The Princess and the Potty, unhappily-ever-after ending

Two days before the Maiden turned three, she decided to be Big.  First, she decided to stop throwing fits.  (That lasted two days.  Please do not ask me to elaborate.)

Second, she decided that she was Done With Diapers.  This was particularly musical to my ears, since I’d much rather spend the Maiden’s budget on cute outfits from OshKosh educational books than on something that, well, gets peed on.  I mean, on something that is supposed to get peed on, not peed on accidentally-on-purpose on One Of Those Days in which Maidens do things just to annoy their mothers, like deciding the closet floor is a potty and laughing hysterically when they get mad.


So– the Done With Diapers thing.  The Maiden had already been daytime trained for a good six months before that, but had trouble remembering at night.  We’d planned to let her decide when she was ready, no pressure, as we had for daytime.  However, when we inadvertently ran out of Pull-Ups one evening, I asked the Maiden if she could be a Big Girl now and be all done with Pull-Ups at night.  She responded with enthusiasm– and dryness!

And it continued.  She stayed big-girlishly dry, night after night.  I was so proud of the Maiden’s determination!  I might even have patted myself on the back.

That was a mistake.

One day, four months later, for no apparent reason, the Maiden decided she was done with dry nights.  At first, I thought it was a phase, so I continued as before.  Finally, after a couple weeks of nonstop laundry, I figured that Pull-Ups were cheaper than the electrical costs of drying sheets and comforters every day.  I bit the bullet, and put her back in Pull-Ups, trying to ignore the victorious cheering coming from the laundry room.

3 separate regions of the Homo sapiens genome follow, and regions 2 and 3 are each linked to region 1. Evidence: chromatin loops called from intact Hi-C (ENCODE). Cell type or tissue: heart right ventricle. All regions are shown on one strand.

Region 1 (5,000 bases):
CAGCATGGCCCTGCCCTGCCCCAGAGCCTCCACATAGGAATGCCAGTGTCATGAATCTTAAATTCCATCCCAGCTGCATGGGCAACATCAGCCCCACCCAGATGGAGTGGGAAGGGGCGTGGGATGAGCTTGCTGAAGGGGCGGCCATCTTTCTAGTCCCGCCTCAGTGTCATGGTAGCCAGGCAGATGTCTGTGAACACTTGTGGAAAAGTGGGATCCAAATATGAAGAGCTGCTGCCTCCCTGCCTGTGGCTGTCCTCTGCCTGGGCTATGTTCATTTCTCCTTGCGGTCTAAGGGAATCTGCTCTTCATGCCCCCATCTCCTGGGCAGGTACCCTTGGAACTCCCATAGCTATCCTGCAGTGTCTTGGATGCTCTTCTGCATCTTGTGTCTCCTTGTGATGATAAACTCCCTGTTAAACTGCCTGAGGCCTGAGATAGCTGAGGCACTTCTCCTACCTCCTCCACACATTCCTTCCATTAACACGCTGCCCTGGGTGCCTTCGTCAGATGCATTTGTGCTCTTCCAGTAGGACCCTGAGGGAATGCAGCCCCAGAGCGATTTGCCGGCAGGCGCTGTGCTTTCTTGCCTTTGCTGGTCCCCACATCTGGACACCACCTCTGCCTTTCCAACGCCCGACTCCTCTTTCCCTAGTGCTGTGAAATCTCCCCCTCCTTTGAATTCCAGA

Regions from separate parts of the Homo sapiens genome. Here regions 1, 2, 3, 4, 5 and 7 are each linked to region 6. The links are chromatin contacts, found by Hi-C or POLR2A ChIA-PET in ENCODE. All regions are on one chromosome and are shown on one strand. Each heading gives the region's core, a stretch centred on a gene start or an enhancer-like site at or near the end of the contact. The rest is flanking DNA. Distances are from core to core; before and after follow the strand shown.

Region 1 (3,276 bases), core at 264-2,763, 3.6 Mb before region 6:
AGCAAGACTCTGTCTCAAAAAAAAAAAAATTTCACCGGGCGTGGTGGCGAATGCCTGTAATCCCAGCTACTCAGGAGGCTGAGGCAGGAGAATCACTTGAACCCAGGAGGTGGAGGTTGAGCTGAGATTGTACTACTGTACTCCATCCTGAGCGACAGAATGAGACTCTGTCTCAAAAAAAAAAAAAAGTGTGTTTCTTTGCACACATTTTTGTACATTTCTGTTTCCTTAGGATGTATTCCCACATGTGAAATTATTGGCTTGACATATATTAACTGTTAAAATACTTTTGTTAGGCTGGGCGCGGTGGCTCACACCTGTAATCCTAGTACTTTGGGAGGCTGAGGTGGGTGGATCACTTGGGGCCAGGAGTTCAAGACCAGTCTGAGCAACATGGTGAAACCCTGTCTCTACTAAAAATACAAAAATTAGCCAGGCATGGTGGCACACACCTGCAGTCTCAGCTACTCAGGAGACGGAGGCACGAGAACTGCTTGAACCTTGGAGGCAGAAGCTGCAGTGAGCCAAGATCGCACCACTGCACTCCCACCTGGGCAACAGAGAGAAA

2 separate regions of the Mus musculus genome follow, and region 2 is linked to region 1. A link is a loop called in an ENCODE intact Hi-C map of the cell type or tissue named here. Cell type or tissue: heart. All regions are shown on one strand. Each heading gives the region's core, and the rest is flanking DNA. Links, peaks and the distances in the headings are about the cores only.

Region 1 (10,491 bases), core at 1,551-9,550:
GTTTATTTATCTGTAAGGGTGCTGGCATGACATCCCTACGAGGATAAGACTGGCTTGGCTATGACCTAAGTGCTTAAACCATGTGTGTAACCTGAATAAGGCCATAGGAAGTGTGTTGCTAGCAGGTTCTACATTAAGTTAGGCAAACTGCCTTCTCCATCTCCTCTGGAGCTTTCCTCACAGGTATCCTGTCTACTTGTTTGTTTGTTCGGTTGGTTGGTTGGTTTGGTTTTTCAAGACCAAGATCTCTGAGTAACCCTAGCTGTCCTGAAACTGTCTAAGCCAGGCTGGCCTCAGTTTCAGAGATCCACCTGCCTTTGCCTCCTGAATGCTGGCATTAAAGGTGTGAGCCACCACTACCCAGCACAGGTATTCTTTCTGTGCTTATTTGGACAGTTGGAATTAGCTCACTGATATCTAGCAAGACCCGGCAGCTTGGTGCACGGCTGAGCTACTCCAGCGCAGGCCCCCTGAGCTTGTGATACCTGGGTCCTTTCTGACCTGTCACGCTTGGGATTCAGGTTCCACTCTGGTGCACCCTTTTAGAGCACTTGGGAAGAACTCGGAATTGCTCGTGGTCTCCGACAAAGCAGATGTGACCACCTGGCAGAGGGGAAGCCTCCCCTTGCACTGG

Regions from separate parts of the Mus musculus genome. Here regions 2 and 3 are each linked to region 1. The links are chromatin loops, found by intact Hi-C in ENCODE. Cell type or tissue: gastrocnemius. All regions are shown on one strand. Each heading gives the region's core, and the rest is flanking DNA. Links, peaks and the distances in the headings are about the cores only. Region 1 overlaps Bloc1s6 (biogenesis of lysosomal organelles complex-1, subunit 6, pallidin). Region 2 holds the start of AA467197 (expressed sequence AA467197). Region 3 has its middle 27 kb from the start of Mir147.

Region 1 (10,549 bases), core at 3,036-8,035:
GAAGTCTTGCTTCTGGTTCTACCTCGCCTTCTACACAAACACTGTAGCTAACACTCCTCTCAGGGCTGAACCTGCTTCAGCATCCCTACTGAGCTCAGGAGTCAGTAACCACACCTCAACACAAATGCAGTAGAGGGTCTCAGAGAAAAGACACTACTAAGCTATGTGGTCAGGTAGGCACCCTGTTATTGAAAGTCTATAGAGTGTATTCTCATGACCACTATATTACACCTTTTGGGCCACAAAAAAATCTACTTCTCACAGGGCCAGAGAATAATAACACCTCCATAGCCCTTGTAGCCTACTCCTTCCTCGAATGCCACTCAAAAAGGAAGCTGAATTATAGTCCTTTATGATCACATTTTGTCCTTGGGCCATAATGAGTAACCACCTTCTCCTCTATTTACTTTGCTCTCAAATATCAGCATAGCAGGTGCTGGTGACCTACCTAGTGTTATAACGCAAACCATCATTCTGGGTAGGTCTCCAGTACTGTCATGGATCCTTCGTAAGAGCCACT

Now, more than six weeks have passed, and the Maiden shows no signs of going back to nighttime dryness.  Oh, she has every intention of staying dry, and makes promises to that effect every night.  But every morning, I wake to find a sodden Pull-Up  inches from my face, while an eager voice asks, “Am I dry, Mummy?”

She wants to be dry.  We want her to be dry.  But it isn’t happening.  We’ve tried everything.  Praising.  Scolding.  Making subtle hints about big girls waking up to use the potty.  Making not-so-subtle hints about babies and their use of diapers.  Eliciting promises.  Grinding teeth when said promises turn out for naught.  Ignoring it all and “letting her do it when she’s ready”.  Limiting water intake.  Putting her in diapers.  Putting her in panties. Letting her wear Disney Princess dresses to bed.  Warming sheets in the dryer (that was a mistake).   Reading books about princesses and potties.  Using stickers.   Making charts.  Making collect-stickers-to-redeem-for-various-Disney-merchandise-items-that-Maidens-threw-tantrums-about-in-the-checkout-line-at-Target-last-Sunday charts.

Nothing.  Works.  At.  All.

I have the tiniest suspicion that her subconscious is doing this just to spite my subconscious, and that the more I let it get to me, the longer it’s going to drag out.  My acting skills are a little rusty, but I think I can fake pretending I don’t care. So she’s in Pull-Ups for highschool–who cares! Not me! Actually, come to think of it, that could be a very good bargaining card to have on hand when she asks to push her curfew back.   On second thought, Maiden, go right ahead and be as wet as you like.  Mummy’s got sinister plans brewing.

Now, just watch: she’ll be dry from here on out.

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